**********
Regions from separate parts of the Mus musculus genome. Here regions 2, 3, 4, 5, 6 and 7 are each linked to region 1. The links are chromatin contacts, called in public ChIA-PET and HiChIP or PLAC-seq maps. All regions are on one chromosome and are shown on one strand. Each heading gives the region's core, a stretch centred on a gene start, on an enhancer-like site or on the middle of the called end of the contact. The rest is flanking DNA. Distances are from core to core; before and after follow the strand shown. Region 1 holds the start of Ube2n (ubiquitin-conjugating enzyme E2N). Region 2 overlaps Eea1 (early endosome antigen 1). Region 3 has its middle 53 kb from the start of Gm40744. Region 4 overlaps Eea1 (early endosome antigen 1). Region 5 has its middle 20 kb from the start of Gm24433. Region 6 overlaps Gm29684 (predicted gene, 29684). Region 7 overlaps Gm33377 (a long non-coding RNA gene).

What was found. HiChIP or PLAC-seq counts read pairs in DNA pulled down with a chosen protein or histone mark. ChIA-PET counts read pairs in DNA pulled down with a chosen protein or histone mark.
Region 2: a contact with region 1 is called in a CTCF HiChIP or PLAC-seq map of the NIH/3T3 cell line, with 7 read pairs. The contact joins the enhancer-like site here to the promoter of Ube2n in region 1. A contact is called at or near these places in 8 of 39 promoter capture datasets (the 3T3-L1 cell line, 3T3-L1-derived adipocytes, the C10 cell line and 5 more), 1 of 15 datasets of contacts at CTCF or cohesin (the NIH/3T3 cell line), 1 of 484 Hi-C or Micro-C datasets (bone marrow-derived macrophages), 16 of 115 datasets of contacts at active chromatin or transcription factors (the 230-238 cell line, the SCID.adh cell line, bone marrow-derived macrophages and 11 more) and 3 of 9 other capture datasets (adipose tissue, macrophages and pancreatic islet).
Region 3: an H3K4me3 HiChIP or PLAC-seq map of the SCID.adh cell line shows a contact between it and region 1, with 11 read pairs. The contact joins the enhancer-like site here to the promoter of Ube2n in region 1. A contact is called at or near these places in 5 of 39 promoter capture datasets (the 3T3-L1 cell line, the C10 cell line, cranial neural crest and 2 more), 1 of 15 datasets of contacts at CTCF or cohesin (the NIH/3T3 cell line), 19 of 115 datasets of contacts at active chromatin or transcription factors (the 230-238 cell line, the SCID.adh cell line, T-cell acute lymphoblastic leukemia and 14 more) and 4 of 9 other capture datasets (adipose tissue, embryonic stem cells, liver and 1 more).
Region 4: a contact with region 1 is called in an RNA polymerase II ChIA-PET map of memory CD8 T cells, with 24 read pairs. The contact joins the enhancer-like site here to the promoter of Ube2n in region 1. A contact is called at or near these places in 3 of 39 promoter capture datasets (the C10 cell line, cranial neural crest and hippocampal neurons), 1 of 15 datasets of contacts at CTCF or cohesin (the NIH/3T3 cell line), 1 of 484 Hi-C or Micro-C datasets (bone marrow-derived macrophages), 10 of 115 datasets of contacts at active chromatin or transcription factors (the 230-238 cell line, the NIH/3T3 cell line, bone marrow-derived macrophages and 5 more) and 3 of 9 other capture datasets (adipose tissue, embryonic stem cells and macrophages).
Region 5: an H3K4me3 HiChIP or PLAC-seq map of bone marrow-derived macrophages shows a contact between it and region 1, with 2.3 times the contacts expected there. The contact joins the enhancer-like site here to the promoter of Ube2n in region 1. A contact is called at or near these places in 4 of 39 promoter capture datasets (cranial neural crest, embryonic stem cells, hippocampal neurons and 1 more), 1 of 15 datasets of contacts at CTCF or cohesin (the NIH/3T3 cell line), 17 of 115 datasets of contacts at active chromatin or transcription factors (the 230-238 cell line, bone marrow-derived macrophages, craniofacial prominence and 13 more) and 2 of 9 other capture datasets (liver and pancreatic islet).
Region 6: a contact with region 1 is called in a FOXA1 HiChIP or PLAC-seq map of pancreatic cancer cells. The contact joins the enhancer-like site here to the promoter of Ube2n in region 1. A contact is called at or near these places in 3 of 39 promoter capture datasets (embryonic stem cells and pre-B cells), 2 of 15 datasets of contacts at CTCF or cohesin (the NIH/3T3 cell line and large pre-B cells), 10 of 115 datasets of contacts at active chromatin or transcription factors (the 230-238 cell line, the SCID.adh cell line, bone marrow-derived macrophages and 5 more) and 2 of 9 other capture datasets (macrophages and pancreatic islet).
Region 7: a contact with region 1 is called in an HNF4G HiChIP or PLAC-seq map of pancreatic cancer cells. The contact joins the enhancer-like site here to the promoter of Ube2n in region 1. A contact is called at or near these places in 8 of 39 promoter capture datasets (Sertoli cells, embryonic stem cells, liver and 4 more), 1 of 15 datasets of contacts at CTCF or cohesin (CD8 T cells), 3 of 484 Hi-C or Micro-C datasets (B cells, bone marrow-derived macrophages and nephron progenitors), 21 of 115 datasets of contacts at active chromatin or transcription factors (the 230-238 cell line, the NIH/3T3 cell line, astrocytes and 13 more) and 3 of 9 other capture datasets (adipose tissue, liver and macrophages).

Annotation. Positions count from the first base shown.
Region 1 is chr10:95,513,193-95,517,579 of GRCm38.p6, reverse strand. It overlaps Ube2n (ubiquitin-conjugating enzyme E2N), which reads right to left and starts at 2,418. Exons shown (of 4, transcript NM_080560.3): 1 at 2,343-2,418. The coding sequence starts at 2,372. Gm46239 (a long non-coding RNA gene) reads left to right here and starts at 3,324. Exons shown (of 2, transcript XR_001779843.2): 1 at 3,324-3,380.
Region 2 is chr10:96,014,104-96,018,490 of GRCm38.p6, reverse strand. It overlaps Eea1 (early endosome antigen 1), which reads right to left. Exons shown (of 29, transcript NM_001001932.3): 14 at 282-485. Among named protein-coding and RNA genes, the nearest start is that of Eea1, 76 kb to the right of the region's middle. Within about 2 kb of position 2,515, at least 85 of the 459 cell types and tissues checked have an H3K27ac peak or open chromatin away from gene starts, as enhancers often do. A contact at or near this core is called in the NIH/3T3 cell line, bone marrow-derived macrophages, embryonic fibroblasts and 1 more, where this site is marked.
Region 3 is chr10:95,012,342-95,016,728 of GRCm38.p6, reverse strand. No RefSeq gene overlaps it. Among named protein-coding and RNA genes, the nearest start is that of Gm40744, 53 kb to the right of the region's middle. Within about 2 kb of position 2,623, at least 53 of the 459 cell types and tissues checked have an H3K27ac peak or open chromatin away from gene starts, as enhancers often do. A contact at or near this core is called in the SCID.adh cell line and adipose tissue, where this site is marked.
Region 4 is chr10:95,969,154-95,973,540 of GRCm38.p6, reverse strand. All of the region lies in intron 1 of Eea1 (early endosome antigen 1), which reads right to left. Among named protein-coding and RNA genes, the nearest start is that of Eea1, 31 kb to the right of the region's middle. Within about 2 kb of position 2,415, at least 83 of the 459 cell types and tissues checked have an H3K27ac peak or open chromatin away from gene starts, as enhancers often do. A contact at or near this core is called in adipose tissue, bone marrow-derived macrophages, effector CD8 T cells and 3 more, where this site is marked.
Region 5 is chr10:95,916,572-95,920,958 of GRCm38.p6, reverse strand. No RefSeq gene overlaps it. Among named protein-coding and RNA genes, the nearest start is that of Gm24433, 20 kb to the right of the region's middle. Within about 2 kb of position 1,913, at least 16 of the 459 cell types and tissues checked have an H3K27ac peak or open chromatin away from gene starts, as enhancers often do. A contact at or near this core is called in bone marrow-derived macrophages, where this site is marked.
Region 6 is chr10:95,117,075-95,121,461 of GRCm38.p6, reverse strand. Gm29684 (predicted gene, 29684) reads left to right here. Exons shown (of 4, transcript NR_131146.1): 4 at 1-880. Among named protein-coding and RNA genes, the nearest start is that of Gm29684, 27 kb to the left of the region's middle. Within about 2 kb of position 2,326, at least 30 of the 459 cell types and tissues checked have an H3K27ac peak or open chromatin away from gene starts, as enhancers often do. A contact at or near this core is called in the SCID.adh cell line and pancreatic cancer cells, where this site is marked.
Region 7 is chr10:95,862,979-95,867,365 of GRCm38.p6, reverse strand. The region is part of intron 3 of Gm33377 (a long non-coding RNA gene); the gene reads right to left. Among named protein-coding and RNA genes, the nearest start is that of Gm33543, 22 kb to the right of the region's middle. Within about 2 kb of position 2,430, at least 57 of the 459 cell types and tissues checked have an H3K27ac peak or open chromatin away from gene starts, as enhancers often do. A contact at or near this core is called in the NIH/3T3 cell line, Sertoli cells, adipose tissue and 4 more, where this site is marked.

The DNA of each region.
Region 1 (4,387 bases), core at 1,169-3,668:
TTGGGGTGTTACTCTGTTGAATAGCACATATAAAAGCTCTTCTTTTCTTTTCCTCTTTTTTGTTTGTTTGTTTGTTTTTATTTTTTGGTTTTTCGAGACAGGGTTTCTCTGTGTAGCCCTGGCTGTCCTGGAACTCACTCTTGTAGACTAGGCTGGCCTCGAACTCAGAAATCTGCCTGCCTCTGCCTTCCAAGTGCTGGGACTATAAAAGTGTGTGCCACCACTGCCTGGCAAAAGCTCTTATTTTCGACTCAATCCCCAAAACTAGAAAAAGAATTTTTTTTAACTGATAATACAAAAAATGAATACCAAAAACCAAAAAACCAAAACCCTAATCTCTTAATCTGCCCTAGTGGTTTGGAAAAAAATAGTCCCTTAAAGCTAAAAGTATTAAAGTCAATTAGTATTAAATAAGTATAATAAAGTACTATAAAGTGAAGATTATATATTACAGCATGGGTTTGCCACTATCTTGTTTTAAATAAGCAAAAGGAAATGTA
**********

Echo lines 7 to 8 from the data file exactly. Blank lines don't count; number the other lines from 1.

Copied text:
Region 6: a contact with region 1 is called in a FOXA1 HiChIP or PLAC-seq map of pancreatic cancer cells. The contact joins the enhancer-like site here to the promoter of Ube2n in region 1. A contact is called at or near these places in 3 of 39 promoter capture datasets (embryonic stem cells and pre-B cells), 2 of 15 datasets of contacts at CTCF or cohesin (the NIH/3T3 cell line and large pre-B cells), 10 of 115 datasets of contacts at active chromatin or transcription factors (the 230-238 cell line, the SCID.adh cell line, bone marrow-derived macrophages and 5 more) and 2 of 9 other capture datasets (macrophages and pancreatic islet).
Region 7: a contact with region 1 is called in an HNF4G HiChIP or PLAC-seq map of pancreatic cancer cells. The contact joins the enhancer-like site here to the promoter of Ube2n in region 1. A contact is called at or near these places in 8 of 39 promoter capture datasets (Sertoli cells, embryonic stem cells, liver and 4 more), 1 of 15 datasets of contacts at CTCF or cohesin (CD8 T cells), 3 of 484 Hi-C or Micro-C datasets (B cells, bone marrow-derived macrophages and nephron progenitors), 21 of 115 datasets of contacts at active chromatin or transcription factors (the 230-238 cell line, the NIH/3T3 cell line, astrocytes and 13 more) and 3 of 9 other capture datasets (adipose tissue, liver and macrophages).